Surfin’ strives to conjure a dialogue between surface making and surface reading. By regarding surface not as a thing but as an action, and playing into the artworks’ laid-back character, surfin’ becomes a language – a slang spoken through the work of these five artists. Their mutual fluency provides a codex for the viewer to interpret their otherwise hypnotic vernacular.
Subject matter is skimmed from the world (IRL) for these makers and approached casually (NBD). Yet their nonchalant attitude is not without thought. These quick gestural acts proceed from contemplation, however abbreviated. All raise a question of the representation and disfiguration of language.
Is this the pulse of a generation – one bred on voyeuristic participation and instant gratification? In any case it seems for these artists that viewership and authorship are no longer at odds. “Artist-as-observer” and “observer-as-artist” blend beautifully in this world of mixed sincerity.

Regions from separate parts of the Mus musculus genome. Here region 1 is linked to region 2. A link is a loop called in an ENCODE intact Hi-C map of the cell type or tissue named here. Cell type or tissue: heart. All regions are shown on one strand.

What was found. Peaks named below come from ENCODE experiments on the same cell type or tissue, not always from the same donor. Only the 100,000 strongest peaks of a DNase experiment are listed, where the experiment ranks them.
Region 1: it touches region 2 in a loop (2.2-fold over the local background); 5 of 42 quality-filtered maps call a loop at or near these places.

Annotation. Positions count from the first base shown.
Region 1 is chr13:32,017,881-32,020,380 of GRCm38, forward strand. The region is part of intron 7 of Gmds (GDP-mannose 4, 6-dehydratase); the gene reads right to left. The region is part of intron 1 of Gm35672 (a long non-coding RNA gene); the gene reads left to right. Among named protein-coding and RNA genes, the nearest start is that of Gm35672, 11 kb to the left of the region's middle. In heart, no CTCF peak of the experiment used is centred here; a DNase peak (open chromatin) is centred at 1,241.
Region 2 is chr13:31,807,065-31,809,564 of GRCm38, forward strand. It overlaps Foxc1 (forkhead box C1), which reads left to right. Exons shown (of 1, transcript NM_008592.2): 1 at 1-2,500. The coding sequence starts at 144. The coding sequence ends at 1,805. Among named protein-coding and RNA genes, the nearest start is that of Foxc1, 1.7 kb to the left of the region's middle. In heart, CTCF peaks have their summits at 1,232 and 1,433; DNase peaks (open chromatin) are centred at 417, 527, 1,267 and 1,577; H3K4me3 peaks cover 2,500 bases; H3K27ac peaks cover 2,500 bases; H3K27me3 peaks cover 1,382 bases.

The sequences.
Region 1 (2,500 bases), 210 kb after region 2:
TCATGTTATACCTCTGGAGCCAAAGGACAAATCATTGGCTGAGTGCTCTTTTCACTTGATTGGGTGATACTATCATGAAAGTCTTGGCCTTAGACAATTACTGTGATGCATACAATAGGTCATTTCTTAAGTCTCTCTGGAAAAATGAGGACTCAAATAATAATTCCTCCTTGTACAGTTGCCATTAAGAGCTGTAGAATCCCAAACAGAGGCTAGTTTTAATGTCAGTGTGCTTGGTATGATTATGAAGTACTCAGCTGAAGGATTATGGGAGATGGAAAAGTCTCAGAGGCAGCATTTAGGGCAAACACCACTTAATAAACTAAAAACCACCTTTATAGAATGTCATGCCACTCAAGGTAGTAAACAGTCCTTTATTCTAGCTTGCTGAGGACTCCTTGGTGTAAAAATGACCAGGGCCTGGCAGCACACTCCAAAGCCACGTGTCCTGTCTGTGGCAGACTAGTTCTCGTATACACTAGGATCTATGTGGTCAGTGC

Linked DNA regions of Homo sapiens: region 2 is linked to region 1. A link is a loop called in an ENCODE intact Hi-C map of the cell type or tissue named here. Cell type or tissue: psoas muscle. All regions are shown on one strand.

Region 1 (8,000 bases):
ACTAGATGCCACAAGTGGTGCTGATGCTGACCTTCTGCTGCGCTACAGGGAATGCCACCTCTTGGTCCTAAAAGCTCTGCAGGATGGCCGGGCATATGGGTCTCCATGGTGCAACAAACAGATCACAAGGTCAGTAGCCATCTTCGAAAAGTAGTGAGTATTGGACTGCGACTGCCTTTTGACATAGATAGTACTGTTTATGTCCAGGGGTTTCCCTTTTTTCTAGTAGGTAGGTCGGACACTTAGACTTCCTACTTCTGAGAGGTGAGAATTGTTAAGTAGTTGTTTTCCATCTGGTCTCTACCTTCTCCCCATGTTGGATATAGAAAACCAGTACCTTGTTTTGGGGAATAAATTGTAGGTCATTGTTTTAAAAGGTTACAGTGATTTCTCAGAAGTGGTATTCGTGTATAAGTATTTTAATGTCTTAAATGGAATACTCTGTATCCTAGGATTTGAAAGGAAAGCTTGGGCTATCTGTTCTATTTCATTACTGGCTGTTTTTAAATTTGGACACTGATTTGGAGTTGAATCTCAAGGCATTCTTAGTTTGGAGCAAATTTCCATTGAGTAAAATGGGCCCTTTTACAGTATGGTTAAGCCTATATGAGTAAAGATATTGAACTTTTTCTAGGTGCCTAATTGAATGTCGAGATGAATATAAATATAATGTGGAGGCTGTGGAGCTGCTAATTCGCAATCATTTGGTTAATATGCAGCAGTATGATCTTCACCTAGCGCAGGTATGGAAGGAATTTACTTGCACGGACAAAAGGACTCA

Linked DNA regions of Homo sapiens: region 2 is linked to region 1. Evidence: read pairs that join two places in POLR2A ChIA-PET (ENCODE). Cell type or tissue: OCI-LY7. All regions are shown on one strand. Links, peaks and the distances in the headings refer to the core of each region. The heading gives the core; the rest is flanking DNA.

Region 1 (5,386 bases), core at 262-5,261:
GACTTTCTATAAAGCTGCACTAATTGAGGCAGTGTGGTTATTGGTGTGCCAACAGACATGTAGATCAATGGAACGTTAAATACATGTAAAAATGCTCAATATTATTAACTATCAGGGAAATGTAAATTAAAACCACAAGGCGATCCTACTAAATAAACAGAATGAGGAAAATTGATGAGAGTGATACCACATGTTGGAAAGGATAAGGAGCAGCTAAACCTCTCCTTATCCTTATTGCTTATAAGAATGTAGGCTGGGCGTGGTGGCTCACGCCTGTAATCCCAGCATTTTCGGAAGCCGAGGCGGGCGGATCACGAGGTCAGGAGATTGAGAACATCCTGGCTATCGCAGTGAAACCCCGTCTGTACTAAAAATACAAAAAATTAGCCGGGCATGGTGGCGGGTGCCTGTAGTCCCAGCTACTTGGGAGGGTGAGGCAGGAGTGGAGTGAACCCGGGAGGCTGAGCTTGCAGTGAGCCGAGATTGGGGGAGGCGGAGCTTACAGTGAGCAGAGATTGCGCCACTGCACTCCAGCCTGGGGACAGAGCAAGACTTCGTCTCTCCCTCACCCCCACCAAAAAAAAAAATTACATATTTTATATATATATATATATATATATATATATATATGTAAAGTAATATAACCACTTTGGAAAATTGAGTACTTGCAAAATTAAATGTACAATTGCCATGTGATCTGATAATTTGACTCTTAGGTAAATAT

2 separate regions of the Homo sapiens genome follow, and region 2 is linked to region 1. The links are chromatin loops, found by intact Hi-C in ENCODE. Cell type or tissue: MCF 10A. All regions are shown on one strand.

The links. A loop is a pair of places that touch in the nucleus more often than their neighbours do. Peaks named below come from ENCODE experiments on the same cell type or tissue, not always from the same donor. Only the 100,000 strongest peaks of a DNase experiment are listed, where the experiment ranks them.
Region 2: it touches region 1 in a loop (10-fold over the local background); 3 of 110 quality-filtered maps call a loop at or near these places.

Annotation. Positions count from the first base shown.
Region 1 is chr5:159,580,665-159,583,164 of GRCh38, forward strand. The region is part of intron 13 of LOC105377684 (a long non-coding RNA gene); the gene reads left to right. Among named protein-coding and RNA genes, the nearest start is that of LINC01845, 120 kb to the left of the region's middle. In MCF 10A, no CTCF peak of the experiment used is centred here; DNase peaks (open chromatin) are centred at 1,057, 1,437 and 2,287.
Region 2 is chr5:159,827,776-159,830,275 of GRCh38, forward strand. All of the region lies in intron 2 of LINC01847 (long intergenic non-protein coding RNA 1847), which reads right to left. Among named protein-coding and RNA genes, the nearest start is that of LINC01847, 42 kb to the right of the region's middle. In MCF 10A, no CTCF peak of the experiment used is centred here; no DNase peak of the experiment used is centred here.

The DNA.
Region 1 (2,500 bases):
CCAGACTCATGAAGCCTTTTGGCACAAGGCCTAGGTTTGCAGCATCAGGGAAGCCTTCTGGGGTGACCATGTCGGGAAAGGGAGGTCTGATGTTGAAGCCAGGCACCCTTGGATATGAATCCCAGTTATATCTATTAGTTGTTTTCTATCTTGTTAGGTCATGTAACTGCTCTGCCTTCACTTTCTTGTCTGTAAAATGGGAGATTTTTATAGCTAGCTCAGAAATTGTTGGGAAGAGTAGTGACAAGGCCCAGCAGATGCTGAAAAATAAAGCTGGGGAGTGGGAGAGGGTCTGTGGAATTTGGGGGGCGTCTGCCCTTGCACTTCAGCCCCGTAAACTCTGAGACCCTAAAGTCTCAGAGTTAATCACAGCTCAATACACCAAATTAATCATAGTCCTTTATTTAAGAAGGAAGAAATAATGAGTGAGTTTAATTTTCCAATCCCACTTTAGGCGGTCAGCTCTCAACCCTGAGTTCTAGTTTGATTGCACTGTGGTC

Marcel Alcala’s collaged paintings incorporate snapshots of vague social intercourse. His offhand pairings and cheeky gestures declare the viewer as voyeur, exacerbating the allure of the images’ decontextualized frivolity.
Lauren Anderson explores the possibilities of freedom and constraint within abstraction. Her monoprints adhere to a set of formal rules loosely based on the principles of Yin and Yang.
Luis Miguel Bendaña abstracts words that carry sensual connotation. His gestural respellings of words like gorgeous and meow add a cool literalness to reading the work.
Andrew Mausert-Mooney and Neal Vandenbergh share a collaborative practice that investigates embodied intersubjectivity and discourse in public space. The video presented for Surfin’ awakens an uncomfortable consciousness as viewers witness the awkward deliberations of its interviewees.